Monday 20 November 2017

New technologies leave me longing for the old

MY printer has anger issues. Serious ones. It nearly bit me this morning. I have a theory that technology picks and chooses who it wants to be nice to and it's never me.

Hate to be a victim but bring back the old Olivetti any time. I knew how to fix those better than a Grade-A mechanic does cars. I always had a spare ribbon and a smooth word for it.

My children are my new mediators. They tried to placate the printer but it still tried to bite them, chewing up every second page.

"You're new," I told it. "You're not supposed to do this."

Since the days when my dear old ex set up my screen to offer a 'save' option every 10 minutes and I refused it, since it took a full 30 seconds, I have been at loggerheads with anything with an on switch. It turns me off. The minute a good-looking guy talks laptops I'm wincing and feeling sleazed. I hate the stuff and it hates me.


I know that's why my history with mobile phones reads like a homework excuse. "You lost it again?" "The dog ate it?" In my case they're true. The former five times. The latter only once. But she did chew it, so the screen went fuzzy and finally black.

For six months I didn't know who was calling me.

A friend rang me on a honest-to-God landline and I told her my woes.

"Look up cat and printer on YouTube. It's you."

It's worth watching and it is me. I got to be cat woman. Well, it's a man doing the voice but it's dubbed. Definitely based on me nearly losing a finger this afternoon to a vicious printer paper-feeder.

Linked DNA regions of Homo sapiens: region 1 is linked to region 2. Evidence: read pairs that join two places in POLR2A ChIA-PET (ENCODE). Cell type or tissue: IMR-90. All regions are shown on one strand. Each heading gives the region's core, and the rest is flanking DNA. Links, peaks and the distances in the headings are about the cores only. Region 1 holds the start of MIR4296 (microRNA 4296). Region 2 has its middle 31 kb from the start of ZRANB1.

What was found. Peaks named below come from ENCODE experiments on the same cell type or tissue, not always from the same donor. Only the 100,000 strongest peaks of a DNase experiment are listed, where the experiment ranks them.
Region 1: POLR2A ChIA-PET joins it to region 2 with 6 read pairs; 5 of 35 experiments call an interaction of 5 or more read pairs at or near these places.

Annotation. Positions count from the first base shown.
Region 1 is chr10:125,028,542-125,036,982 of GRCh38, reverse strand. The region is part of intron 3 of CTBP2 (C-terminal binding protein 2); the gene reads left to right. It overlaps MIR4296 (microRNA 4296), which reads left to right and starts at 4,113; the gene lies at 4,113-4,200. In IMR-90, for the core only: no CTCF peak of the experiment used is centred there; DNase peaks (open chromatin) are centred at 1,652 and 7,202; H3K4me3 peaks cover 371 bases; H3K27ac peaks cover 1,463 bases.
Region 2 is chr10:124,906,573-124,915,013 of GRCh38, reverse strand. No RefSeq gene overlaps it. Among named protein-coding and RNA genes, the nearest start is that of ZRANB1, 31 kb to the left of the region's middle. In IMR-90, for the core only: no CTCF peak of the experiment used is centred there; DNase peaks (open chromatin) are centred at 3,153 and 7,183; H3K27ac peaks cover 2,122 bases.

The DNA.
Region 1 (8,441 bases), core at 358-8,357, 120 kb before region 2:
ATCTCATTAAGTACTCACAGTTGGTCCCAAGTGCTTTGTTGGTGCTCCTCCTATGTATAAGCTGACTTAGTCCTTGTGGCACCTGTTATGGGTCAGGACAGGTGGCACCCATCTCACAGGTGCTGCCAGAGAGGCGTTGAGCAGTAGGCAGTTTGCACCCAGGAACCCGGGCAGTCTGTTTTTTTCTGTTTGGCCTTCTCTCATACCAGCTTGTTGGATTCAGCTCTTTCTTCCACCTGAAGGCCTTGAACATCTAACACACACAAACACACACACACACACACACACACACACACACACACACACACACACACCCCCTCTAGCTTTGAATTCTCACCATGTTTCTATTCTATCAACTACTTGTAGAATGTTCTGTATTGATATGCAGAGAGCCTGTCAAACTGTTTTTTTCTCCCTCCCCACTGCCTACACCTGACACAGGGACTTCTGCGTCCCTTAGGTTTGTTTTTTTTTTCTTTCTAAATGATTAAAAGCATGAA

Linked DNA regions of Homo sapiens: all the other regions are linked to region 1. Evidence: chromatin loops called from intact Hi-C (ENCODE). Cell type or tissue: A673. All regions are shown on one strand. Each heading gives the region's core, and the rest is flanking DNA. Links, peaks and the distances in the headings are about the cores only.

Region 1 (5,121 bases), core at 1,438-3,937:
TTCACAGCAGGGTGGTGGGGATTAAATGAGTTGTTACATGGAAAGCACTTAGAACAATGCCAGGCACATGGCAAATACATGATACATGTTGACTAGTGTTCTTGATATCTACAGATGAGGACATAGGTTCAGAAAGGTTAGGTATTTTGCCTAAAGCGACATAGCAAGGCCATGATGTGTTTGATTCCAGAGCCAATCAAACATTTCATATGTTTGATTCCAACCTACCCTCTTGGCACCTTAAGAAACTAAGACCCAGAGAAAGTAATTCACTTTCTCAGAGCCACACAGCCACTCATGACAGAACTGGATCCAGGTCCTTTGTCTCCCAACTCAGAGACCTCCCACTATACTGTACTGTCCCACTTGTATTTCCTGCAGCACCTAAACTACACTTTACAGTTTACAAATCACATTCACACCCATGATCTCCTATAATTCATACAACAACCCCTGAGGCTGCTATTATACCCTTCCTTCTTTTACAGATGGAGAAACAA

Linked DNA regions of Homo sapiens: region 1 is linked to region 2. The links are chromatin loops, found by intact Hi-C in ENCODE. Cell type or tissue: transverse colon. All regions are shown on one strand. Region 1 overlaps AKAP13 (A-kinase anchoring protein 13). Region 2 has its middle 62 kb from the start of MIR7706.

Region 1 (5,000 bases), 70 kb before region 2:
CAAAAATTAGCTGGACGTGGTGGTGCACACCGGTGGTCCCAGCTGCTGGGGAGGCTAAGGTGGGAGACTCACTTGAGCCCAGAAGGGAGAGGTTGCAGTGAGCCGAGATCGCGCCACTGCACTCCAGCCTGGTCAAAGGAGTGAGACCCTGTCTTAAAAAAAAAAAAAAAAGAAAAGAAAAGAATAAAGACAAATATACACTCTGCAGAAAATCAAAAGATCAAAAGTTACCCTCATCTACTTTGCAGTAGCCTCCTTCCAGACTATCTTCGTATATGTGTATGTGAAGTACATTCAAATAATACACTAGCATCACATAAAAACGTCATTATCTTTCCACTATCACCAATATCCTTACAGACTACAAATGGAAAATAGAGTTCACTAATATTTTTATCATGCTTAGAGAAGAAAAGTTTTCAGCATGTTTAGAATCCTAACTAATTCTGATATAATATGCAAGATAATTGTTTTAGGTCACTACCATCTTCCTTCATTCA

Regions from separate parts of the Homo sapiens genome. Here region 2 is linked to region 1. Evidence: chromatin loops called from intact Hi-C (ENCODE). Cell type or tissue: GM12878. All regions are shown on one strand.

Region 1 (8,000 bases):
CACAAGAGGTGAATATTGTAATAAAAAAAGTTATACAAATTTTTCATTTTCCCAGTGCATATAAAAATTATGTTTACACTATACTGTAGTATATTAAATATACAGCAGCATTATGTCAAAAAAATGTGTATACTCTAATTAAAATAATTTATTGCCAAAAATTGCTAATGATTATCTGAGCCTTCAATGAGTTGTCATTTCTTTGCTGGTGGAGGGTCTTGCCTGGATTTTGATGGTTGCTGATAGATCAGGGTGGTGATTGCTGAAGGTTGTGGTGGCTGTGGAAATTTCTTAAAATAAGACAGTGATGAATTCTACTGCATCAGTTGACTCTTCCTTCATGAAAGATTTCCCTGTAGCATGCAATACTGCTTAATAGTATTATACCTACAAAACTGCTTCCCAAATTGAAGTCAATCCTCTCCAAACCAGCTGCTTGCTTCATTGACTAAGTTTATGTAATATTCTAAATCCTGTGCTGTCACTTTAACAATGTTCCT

I know time is going on and I know it's going on without me. My boys know what to press and what to say to it.

They'll always have a smooth and happy life and never miss the end of a vital recording because the clacker didn't do the right thing at the right time. This is why I watch VHS tapes still. You can trust them. They're wobbly but they are like typewriter ribbons. You can see how they work. This is why I listen to vinyl. You can trust it. It's true sound coming out of the speakers, not compressed robot speaky-weaky.

This is why I still read books and papers made of paper and not spindly kindly things. I love that technology leaves me to the countryside and lets me look at cows, as well as working for offices in central Dublin. I love that today I looked up termites, a plot-spoiler for a '40s movie and an article on medieval nuns. But I still go to a library to take out books and I still love handwritten cards and notes.

Emails are like virtual onions and garlic. They look affectionate but there's no flavour.

Maybe my printer knows all this and that's why it tried to bite me. I am not its real mother. She's a huge machine in a Hewlett Packard factory and makes 1,000 babies a week.

My one was abandoned too early in its childhood and is taking its issues out on me. I'm doing the same to it. Especially when I took it back to the shop and the seller said: "Well it's new. It takes a while."

I thought the thing with new things was they work better than old ones. Last night I had a coffee with a friend who had to take an important call and kept cutting off the caller.

"Sorry," she said. "It's this new phone."

"Ah," the caller had been irritated up to that point. "I understand."

This explains everything. I've a lot to get over, but so does my printer. Maybe with the right interpreter we can find a way into each other's centuries.

Suzanne's experience with life and its machines is documented in Heart Lines, her biography, to be ordered in bookshops or online at Londubh Books

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